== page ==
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Saturday, November 2, 2013

A Great Story

Last Saturday, we drove to Fayetteville (about 2 1/2 hours from Jacksonville) to attend a Mission Training Meeting with Elder Zwick and Elder Pino of the Seventy.  We left at 6:45 a.m. and took the 2 elders who serve with us in the Jacksonville 3rd Ward.  One is from Idaho and the other from Clinton, Utah.  The Abneys took the other 2 elders and the sisters drove their car.  Next time, we will switch and take the sisters and the elders will drive their car.  All of them prefer to ride with the senior missionaries to save the miles they have been assigned for their car.  They have only so many miles they can drive each month and the rest of the time they ride bikes.  We have a huge area to cover so they really like to conserve their miles.

It was slightly cooler when we left that morning and as we drove along these wooded highways wherever there was water (ponds, rivers) a ghostly mist was rising, also in low lying fields.  It was quite beautiful.



Anyway, at the meeting, Sister Zwick told this great story about when Elder Zwick and she were called to serve preside over the Chile, Santiago South Mission. They arrived on July 4, 1989.  Sister Zwick was feeling quite overwhelmed as she did not speak Spanish and she was responsible for the health and welfare of 200 young missionaries, half of whom spoke no English, in addition to her own 4 young children.  She wondered why there was a 10 ft. tall fence all around the Mission Home.  She was certain she would never be able to drive on roads where drivers made 4 lanes out of 2.  In the midst of her lament, they received a phone call.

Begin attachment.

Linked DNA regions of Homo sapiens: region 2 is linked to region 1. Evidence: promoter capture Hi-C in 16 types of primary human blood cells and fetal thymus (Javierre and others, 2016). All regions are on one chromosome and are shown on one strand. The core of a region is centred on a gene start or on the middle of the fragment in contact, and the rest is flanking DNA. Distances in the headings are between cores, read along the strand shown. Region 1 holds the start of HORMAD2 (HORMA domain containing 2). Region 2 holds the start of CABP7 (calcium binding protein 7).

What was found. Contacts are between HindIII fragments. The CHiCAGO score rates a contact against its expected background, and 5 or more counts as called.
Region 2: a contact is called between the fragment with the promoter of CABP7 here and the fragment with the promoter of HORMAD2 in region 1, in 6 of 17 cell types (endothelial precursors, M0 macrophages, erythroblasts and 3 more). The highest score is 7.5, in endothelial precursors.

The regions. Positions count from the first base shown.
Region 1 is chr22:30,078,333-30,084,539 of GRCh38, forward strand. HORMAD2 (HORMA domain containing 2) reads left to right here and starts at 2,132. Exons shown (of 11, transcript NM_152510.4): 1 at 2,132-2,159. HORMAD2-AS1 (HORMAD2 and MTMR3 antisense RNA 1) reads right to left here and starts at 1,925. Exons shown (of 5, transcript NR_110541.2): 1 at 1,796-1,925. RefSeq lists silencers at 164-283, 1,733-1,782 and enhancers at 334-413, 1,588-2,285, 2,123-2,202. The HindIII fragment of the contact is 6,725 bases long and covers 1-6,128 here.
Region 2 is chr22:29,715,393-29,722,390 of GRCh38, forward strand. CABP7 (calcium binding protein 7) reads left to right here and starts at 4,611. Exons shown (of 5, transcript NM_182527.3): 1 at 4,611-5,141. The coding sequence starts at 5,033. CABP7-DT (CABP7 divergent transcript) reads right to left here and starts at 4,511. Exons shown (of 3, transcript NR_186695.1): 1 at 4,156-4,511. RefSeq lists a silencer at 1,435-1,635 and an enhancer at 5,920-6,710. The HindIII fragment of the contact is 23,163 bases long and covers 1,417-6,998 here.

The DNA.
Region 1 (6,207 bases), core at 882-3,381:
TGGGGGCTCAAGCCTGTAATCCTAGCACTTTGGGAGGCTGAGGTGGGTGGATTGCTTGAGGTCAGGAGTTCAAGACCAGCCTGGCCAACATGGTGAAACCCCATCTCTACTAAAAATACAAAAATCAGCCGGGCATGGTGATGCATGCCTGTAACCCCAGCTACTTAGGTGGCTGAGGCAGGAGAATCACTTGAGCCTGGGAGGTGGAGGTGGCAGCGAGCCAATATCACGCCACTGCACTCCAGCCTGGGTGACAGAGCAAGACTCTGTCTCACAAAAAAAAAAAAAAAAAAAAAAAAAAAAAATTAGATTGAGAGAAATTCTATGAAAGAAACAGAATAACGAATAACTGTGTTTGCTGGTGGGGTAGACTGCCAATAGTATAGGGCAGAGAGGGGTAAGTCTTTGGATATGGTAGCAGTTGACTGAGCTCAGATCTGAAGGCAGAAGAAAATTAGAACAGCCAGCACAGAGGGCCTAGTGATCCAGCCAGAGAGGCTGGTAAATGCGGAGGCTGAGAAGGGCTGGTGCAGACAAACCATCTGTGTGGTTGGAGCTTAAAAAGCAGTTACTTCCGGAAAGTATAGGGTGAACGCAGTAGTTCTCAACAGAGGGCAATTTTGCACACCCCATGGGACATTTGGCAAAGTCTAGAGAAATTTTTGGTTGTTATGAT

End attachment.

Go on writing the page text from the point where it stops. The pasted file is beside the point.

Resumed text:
"President," came the voice on the other end, "You don't know me and I don't know you, but I am one of your missionaries and I am standing here in a phone booth with only my companion's overcoat on.  We were doing a baptismal interview in the chapel when 7 terrorists broke in and held a gun to my head and made me take off all my clothes in front of the seminary students who were also in the chapel at the time.  They poured floor wax on my clothes and set them on fire.  The chapel is burning and I was wondering, President, what you want me to do."

Sister Zwick said she stood in the kitchen sobbing, saying, "I can't do this. I have to go home!"  Her 10 year old son came and put his arm around her and said, "Heavenly Father will help you." "And," she concluded, " He did."

Elder Zwick
Sorry, I couldn't find one of his wife.
Elder Zwick followed up with a marvelous talk, building on his wife's story.  The take away moral was "Never limit yourself by what you think is your capacity, but allow Heavenly Father to expand your capacity.  AND HE WILL!"


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